5. Democracy and Critical Realism. Political institutions, the media, the economy, knowledge and trust is under pressure. How can critical realism contribute in these fields? All papers concerned with critical realism in relation to democracy, politics, the economy, technology, the media and governance issues are welcome to participate in this session.
  6. Ethics and Critical Realism. In what sense does critical realism develop an ethics of human freedom (emancipation)? What are its potentials and how does MetaReality contribute to this debate? In this session we also ask what can critical realist ethics contribute to the sustainability goals of The Agenda 2030? All papers concerned with critical realist ethics, freedom and metaReality issues are welcome to participate in this session.
  7. Sustainable Development. Special session for those who are concerned with different aspects of the questions of Sustainable Development or the Agenda 2030 and who are not necessarily familiar with critical realist philosophy. All papers concerning Sustainable Development either in relation to a particular discipline or in general are all welcome to this session. The session is led by The Center for Collaborative Learning for Sustainable Development (CCSD) at Inland Norway University of Applied Sciences.
  8. Other themes of interest for ciritical realists

Panel presentation

Panel 1 – Sustainability, Interdisciplinarity and Transformative Change: Concentratiing on the Four E’s; what are the Challenges?

This session will examine the global call for sustainable development from the critical realist perspective of the Crisis System. In his posthumous book, Enlightened Common Sense (2016), Roy Bhaskar identifies four planes of social being that define this poly-crisis. “[O]n the plane of material transaction with nature, it is most obvious in the form of ecological crisis…; On the plane of social interaction between people, it is most obvious in the form of an ethical or moral crisis…; On the plane of social structure the most obvious crisis is an economic one…; On the plane of stratification of the embodied personality we have various acute existential crisis…”.

Panellists will explore how the 4Es of this crisis system each present specific challenges for achieving sustainable development. They will also examine how the globally-agreed 2030 Agenda for Sustainable Development presents an approach for “transforming our world”, and if this can adequately respond to the crisis system. Considering the practical implications of this endeavour, panellists will debate over the following questions:

  • Does the 2030 Agenda for Sustainable Development provide a framework for transformative change to overcome the crisis system?
  • What is the dialectical value of sustainable development in addressing this crisis, and does Agenda 2030 support a new narrative for human development?
  • How can the efforts towards achieving the 17 Sustainable Development Goals (SDGs) be strengthened towards the realisation of transition to sustainability?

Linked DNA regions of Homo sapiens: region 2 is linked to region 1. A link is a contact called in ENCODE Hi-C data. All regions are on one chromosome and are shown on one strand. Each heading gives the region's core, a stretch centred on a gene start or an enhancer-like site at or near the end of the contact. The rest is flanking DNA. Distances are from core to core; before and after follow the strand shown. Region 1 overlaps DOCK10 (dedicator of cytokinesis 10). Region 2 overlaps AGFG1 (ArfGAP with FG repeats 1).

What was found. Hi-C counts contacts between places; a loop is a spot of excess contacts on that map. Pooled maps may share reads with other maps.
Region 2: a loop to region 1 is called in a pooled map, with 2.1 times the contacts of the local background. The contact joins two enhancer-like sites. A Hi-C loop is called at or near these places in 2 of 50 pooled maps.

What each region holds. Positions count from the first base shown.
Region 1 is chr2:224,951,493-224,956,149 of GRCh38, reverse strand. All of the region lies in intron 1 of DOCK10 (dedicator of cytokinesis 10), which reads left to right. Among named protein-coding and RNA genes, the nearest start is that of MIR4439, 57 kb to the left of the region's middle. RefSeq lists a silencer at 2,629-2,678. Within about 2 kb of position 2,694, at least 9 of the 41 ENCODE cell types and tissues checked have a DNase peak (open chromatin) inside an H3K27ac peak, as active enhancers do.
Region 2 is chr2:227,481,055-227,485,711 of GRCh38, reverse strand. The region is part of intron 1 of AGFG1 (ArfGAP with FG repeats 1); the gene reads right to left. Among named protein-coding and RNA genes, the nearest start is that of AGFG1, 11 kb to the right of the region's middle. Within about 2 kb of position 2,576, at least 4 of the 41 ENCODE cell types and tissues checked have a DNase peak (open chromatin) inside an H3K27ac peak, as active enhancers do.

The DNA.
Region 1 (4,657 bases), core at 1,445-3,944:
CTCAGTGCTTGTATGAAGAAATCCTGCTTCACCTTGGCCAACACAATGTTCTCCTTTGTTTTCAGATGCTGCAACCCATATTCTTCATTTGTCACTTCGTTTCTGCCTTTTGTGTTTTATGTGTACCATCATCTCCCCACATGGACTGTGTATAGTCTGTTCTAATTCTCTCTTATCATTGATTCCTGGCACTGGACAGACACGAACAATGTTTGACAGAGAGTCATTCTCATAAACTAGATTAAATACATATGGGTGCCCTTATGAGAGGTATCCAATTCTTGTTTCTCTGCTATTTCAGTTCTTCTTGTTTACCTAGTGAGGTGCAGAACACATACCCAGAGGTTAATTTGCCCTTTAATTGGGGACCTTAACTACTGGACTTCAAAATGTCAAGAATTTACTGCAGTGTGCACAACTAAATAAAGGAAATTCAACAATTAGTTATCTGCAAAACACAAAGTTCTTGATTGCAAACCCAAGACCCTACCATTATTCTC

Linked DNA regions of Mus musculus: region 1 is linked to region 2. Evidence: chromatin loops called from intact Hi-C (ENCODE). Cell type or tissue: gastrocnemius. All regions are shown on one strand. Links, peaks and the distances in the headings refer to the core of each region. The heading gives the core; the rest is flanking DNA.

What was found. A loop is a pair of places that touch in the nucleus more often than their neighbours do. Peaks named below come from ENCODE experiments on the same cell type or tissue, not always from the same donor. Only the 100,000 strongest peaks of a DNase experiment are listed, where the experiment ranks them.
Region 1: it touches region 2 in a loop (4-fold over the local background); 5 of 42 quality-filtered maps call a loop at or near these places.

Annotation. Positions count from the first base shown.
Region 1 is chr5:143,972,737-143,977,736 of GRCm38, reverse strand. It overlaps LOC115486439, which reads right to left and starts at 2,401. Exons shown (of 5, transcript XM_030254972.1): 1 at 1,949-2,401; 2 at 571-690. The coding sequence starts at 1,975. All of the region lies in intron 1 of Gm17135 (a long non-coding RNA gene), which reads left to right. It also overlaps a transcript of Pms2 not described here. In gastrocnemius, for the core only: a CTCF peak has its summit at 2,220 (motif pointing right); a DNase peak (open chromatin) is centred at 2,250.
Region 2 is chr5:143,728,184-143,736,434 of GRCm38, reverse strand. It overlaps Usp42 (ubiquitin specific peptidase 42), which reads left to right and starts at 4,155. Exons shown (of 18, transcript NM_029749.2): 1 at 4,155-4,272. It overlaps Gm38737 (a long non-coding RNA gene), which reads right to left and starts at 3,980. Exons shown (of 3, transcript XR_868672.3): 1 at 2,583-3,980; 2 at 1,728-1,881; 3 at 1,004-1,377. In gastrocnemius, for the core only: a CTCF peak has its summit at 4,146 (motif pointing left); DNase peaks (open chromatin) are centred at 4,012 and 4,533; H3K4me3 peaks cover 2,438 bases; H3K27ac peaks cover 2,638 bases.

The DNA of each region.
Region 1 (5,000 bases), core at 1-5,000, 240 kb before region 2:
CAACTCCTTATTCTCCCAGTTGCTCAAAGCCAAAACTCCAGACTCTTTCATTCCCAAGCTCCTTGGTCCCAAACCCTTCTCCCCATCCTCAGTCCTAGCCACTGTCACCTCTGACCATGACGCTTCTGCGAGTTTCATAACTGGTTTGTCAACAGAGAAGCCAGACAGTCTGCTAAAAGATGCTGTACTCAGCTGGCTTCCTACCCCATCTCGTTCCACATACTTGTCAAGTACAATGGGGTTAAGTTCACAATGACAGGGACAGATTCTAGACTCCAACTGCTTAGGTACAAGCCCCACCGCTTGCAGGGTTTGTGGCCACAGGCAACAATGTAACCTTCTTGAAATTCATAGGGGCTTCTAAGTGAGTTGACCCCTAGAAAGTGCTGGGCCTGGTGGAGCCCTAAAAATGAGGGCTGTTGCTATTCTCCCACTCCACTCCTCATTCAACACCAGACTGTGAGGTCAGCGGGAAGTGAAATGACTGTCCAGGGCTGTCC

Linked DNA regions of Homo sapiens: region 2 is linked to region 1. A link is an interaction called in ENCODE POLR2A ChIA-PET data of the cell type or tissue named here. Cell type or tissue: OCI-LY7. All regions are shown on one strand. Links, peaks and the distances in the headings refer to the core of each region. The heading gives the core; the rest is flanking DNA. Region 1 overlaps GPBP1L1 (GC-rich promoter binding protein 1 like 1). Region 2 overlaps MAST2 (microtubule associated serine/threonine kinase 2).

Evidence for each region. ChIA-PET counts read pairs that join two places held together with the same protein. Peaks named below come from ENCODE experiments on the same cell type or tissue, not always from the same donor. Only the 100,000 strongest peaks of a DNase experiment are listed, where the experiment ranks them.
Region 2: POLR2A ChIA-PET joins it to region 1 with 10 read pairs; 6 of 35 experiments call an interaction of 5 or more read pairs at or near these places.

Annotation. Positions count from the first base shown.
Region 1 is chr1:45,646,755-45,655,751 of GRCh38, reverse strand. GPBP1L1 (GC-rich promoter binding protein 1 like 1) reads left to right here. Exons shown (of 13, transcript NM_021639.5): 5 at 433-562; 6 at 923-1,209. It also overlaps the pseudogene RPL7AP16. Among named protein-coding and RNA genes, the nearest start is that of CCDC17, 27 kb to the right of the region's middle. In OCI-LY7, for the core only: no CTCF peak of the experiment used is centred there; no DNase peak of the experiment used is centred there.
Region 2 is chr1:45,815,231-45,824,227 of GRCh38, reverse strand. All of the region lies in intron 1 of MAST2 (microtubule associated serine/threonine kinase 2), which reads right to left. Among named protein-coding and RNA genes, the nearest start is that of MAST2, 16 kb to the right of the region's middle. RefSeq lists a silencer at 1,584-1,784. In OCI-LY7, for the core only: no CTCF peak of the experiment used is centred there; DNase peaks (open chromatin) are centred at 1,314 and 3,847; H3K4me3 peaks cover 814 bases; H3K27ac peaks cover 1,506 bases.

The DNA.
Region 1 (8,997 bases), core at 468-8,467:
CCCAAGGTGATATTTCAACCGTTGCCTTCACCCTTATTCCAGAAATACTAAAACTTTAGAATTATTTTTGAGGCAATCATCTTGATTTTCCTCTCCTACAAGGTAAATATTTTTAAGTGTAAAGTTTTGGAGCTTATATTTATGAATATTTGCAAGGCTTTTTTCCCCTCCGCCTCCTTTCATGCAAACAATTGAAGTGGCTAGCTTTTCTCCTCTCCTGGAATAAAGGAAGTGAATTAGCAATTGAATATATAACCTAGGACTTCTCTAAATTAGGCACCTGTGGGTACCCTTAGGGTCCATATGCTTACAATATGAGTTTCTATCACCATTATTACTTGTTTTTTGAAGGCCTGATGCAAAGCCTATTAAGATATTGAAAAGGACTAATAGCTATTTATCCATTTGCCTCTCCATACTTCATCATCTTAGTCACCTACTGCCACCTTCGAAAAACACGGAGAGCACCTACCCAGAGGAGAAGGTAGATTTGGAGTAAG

Panel 2 – Sustainability, Interdisciplinarity and Transformative Change: A Critical Realist Response to the Crisis System

An increasingly complex world facing challenges of climate change, biodiversity loss, huge differences in welfare and widening gaps between rich and poor.  We need to consider how institutions of higher education and research are supporting the effort to find solutions to achieve a peaceful world. To overcome poverty without destroying the environment all in accordance with the global Sustainable Development Goals, will be a challenging task.

Steven Sterling is clear on this: “We must build authentic and vibrant communities that sustain us ecologically. For this challenge we need a generation of scholars equipped to respond with energy, moral stamina, enthusiasm, and ecological competence. This is the challenge of education. Regardless of which way our analysis leads us, one thing is certain. The planet is too small and too plundered not to take responsibility for our common future in our educational models” (Sterling 2001).

This session will examine the role of critical realism can play in understanding and addressing the call for Sustainability, Interdisciplinarity and Transformative Change in the higher education system. As universities face growing pressure to become more market oriented – i.e., to cut costs, measure and report on performance and compete for students, grants, funding and prestige. There is a danger that many institutions risk losing focus on broader social and moral responsibilities. Conducting high quality research and valuable services to advance the wellbeing of individuals, communities, and the natural environment  will be our goals.Thus, we must ask: What level of responsibility does higher education have to take on these important issues? How can Sustainability, Interdisciplinarity and Transformative Change in higher education contribute to these challenges and what can critical realist philosophy contribute to this? Does critical realist philosophy support a new narrative for the 21st century education for sustainable development and Transformative Change?

To discuss

What are the perils and problems of the higher education institutions to advance towards a more Sustainable development path. What does it mean to say that higher education institutions needs to take responsibility towards a more Sustainable future? Do we need Transformative Change?

How can critical realism be a philosophical “underlabourer” or inspirational source for sustainable development in the educational system. What are the philosophical and pedagogical challenges and what does Interdisciplinarity come to in this connection?